Updated: 4:52 p.m. | Posted: 1:30 p.m.
Minnesota Sen. Amy Klobuchar said Thursday she's still considering the nomination of a state Supreme Court Justice to a federal post, echoing comments from fellow Democratic Sen. Al Franken as Republicans accuse the pair of blocking a conservative appointment.
President Donald Trump nominated Minnesota Supreme Court Justice David Stras to a vacancy on the 8th U.S. Circuit Court of Appeals, which serves Minnesota, North Dakota, South Dakota, Missouri, Nebraska, Iowa and Arkansas. Elevated to the state's highest court in 2010 by then- Gov. Tim Pawlenty, Stras was also on Trump's shortlist for the U.S. Supreme Court.
But more than three months later, Stras' nomination is still in limbo. Klobuchar and Franken haven't given Stras their sign-off through so-called blue slips -- a privilege given to home state senators before judicial nominations progress for final Senate confirmation.
The delay has caused outrage among Republicans in both Minnesota and in Washington, D.C., where Trump has accused Democrats in the Senate of blocking his nominations for judgeships and other top positions. Stras was one of 10 judicial nominations made at the time.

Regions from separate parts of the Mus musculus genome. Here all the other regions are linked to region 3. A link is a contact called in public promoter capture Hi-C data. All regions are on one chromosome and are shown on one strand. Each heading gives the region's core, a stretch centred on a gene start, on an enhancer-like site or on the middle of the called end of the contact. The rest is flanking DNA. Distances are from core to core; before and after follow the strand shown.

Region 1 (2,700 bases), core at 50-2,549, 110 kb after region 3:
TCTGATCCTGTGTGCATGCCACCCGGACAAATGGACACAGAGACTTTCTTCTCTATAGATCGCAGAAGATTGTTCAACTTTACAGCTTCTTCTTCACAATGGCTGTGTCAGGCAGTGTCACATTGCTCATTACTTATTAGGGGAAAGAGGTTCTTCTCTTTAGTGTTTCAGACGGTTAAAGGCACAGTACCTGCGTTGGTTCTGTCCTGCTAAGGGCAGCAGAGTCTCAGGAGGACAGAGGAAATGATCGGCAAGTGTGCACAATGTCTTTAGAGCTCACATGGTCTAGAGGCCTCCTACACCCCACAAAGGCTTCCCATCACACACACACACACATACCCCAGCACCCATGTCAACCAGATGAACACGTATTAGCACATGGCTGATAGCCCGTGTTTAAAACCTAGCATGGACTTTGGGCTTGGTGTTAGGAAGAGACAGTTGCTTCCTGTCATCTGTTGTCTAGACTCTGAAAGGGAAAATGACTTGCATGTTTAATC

But Klobuchar denied blocking Stras' appointment during an interview on Minnesota Public Radio News on Thursday, saying she's met with Stras once already and plans to meet with him again before deciding whether to allow the nomination to proceed.
A spokesman for Franken said this week that the Democratic senator is still reviewing Stras' "lengthy record" before giving his approval, faulting the White House for putting Stras' name forward without consulting his office about possible candidates.
"Rather than discuss how senators traditionally approached circuit court vacancies or talk about a range of potential candidates, the White House made clear its intention to nominate Justice Stras from the outset," spokesman Michael Dale-Stein said.
Stras is a former law professor who clerked for U.S. Supreme Court Justice Clarence Thomas. Stras declined to comment on his pending nomination through a Supreme Court spokesman on Thursday.
Klobuchar signaled greater concern about the state's vacant U.S. Attorney position. The state's Former U.S. Attorney Andrew Luger, an appointee of former President Barack Obama, resigned in March at Trump's request. No permanent replacement has surfaced.
"We need a name from the White House," Klobuchar said. "If it goes on another 2 months, I'll say I'm mad."